Differentiation using chain/product rule

  • Thread starter Baartzy89
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  • #1
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Hi,

Just a question on an example in a maths textbook. See attached image for question below.

So, I understand that if you set u=sin(x) and v=e^-cos(x)
f'(x)=u'.v + u.v'

But I'm stuck looking at e^-cos(x), could it also be classified e^(w)?

Also, the second step in differentiating the above equation seems to only differentiate the -cos(x) of the e^-cos(x)...is this because the derivative of e is simply e?
 

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Answers and Replies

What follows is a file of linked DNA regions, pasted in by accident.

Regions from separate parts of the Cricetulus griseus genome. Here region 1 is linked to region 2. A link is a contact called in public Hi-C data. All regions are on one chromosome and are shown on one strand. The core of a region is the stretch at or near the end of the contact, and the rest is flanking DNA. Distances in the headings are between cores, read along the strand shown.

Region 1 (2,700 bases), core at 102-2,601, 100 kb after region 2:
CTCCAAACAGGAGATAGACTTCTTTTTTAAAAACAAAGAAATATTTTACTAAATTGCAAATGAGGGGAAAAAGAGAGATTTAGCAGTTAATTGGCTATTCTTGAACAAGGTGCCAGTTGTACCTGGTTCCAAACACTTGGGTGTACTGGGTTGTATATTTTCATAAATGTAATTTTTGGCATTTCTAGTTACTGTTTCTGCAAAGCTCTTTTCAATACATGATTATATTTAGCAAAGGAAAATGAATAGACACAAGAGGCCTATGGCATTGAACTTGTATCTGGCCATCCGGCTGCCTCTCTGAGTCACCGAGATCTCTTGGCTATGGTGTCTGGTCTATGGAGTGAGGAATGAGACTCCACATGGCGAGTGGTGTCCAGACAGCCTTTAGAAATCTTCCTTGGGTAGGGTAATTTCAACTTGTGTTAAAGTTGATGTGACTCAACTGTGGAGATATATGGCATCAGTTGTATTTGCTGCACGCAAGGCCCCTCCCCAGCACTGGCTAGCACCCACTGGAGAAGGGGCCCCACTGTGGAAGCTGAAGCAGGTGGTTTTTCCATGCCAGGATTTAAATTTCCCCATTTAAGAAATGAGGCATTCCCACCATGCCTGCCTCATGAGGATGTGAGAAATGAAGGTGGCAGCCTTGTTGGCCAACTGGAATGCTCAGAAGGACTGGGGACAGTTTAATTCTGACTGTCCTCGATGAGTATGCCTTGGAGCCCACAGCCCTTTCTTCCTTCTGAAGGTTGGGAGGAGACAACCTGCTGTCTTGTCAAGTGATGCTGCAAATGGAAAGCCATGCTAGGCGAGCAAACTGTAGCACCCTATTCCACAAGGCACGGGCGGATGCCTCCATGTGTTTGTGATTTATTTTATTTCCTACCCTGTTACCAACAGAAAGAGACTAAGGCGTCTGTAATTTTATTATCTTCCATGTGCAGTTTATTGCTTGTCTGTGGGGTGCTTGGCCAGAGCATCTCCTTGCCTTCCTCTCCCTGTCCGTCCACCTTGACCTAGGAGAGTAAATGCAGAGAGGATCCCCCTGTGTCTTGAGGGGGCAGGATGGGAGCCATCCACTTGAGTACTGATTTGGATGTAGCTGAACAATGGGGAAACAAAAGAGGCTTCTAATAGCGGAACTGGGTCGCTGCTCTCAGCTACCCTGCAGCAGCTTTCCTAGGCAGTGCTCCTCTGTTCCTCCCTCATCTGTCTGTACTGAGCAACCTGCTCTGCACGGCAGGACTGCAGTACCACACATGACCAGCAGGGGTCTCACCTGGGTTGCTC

• #2
chiro
Science Advisor
4,790
132
Hey Baartzy89 and welcome to the forums.

You have the right idea about the exponential: we have two properties.

The first is that d/dx e^(x) = e^(x) and the chain rule which says d/dx f(g(x)) = g'(x)f'(g(x)), so you need to consider g(x) and the derivative of f(g(x)).
 

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